Can Europe Make It?

Cyprus 40 years on. Do you really want a solution? Abandon 'realism'

Every July I cannot stop thinking of that morning of July 20, 1974. A boy, born and raised on the Greek island of Lesbos, in very close proximity to Turkey, listening as his mother tells him that Turkish planes are flying over the village, and that we may be invaded.

Vassilis K. Fouskas
16 July 2014

Flickr/Richard and Jo Demeester. All rights reserved.

Forty years have passed since summer 1974 and the Cyprus issue remains unresolved. What a shame for a country in which the number of international actors involved is disproportionate not just to the size of the island and its resources, but also to the hypocrisy employed by all those boasting that the plight of the island is due to the historic enmity between Turks and Greeks.

Every July I cannot stop thinking of that morning of 20th July 1974. A young boy of eleven years old, born and raised on the Greek island of Lesbos, north-east Aegean and in very close proximity to Turkey, listening to his mother telling him that Turkish planes are flying over the village and that we may be invaded.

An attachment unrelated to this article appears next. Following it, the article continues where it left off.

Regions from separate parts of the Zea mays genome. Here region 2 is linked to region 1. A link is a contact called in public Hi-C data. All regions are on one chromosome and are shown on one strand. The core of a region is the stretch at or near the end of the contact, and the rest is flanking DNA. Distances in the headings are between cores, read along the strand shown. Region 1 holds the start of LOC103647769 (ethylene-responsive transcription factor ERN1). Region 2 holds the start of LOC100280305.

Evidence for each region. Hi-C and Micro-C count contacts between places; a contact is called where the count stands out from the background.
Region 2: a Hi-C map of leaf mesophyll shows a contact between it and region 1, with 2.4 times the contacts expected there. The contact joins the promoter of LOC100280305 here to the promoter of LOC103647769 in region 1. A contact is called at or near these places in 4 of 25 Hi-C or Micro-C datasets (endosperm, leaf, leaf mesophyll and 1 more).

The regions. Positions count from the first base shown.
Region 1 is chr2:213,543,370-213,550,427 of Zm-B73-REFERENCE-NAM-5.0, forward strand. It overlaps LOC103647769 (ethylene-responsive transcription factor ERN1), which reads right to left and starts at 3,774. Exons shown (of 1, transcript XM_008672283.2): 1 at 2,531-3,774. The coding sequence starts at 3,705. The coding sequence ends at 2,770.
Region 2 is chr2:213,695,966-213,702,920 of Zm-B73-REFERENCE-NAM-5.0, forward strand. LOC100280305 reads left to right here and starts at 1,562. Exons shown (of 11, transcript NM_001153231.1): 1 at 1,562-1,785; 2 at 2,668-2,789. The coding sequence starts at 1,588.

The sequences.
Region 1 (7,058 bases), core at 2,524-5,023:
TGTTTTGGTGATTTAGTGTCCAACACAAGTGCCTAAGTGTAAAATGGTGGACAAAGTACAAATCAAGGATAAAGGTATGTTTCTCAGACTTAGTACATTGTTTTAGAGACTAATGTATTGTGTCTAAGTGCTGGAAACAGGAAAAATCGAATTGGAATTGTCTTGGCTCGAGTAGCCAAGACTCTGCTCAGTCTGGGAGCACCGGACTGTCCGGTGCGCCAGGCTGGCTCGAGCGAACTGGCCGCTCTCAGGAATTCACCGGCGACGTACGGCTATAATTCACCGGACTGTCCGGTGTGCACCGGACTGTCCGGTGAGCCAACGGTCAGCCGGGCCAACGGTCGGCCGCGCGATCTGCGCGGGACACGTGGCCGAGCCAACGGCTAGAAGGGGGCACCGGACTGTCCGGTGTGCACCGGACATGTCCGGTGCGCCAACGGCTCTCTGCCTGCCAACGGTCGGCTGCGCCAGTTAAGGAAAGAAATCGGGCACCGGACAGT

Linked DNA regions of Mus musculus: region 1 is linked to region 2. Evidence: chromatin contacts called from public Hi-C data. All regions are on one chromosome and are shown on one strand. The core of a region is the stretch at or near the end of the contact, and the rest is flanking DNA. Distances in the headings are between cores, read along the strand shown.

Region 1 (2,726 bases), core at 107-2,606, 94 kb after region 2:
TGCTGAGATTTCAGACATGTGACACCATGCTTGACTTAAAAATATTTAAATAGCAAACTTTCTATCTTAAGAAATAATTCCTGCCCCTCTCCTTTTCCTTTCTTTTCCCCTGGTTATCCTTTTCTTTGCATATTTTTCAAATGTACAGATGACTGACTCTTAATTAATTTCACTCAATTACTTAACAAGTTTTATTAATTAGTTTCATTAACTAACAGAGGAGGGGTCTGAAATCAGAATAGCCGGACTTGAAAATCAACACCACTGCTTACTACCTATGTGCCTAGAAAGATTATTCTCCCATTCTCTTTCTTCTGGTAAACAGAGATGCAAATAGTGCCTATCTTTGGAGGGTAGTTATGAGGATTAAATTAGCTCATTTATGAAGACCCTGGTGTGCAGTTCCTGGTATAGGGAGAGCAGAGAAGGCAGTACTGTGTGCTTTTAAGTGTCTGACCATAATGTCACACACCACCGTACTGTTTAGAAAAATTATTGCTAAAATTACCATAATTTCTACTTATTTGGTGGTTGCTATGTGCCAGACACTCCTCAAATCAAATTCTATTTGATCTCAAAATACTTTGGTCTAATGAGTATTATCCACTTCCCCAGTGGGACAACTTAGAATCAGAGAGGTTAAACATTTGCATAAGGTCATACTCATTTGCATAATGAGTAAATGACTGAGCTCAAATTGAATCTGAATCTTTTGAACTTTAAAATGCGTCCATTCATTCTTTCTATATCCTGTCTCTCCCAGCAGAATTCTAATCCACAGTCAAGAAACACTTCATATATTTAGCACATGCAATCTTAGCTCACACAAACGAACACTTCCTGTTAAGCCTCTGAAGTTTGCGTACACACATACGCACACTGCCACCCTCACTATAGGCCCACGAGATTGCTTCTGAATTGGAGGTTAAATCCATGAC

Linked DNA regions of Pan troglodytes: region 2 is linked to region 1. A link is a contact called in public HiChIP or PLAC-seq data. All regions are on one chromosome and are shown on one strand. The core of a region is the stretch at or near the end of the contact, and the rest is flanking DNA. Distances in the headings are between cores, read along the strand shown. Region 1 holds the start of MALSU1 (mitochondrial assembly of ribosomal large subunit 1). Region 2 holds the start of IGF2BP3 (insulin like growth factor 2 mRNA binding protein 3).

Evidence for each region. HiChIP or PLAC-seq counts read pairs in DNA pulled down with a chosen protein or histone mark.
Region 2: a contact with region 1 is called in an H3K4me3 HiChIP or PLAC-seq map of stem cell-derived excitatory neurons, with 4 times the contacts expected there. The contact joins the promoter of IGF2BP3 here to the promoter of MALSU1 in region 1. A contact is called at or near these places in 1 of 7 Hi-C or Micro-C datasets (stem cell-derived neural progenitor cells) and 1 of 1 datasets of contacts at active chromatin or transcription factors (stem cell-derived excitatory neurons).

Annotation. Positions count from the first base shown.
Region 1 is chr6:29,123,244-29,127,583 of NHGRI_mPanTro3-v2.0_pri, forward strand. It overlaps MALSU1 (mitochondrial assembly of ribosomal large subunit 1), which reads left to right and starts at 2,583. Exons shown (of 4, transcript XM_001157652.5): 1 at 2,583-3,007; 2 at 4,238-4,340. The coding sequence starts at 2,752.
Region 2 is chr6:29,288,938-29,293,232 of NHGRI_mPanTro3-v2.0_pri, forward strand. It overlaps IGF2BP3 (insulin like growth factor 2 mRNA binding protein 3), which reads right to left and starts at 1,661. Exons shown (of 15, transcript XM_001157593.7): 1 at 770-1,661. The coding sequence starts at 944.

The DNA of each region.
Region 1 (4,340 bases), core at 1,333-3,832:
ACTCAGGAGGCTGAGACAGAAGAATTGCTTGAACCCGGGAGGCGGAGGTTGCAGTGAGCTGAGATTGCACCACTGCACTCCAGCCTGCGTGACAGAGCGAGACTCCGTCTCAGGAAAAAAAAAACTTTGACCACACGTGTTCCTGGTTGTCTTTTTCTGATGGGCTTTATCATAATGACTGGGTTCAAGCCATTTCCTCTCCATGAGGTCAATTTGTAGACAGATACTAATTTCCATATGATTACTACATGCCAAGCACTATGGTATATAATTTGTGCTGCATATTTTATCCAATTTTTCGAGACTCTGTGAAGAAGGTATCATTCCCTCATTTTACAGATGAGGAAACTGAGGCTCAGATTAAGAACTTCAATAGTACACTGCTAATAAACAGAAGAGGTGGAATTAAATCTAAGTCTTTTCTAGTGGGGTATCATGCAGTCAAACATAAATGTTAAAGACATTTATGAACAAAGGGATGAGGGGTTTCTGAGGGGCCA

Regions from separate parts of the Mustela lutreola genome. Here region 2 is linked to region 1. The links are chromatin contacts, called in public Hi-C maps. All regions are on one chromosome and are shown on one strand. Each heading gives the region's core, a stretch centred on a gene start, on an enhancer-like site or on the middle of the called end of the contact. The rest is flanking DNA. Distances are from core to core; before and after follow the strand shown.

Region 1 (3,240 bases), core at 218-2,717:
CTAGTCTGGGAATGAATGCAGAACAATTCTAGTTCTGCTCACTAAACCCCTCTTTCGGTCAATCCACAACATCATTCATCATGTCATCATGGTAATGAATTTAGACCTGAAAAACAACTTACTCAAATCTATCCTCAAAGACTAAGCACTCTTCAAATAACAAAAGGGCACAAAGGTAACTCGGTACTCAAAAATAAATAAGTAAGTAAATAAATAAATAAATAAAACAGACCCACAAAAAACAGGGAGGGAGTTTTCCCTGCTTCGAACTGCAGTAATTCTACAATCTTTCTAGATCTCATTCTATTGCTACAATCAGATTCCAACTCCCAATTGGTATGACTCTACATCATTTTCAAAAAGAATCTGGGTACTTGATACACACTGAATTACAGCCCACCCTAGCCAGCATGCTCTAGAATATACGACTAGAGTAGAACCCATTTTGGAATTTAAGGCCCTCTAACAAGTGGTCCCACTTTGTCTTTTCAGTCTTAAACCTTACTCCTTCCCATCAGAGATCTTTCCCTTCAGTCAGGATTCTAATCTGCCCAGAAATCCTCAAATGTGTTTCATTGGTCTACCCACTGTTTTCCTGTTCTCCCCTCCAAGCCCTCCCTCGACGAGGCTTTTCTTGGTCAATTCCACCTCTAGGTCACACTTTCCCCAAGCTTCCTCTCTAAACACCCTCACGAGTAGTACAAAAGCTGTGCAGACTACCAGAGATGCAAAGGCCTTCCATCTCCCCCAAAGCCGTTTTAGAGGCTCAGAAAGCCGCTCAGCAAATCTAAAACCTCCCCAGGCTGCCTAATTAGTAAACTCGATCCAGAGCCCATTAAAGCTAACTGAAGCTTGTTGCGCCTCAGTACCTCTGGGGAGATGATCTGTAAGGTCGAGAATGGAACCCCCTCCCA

My father was called up and left the house. He later explained to my mother (though I was listening hiding behind the door) how chaotic and disorganised this call up was and that Turkey, if it wanted, could have taken over not just Lesbos, but all of the Eastern Aegean islands (years later, in a seminar given in Chatham House in London by Bulent Ecevit, Turkey's PM at the time of invasion, it was confirmed that Turkey had plans to take over Chios, a Greek island just south of Lesbos, in the event of Greece assisting in Cyprus' defence).

With my father absent, I was left alone for several days with my mother and 2-year old sister. I felt like it was now my job to take up the role of the protector of the family. Secretly, I took my mother's long knife from the kitchen and slept with it under my pillow, so I could defend my mother and my little sister from the possible barbaric invader. It was an extraordinary feeling. It made me feel so proud at that young age. Education in school boosted this feeling in the years that followed.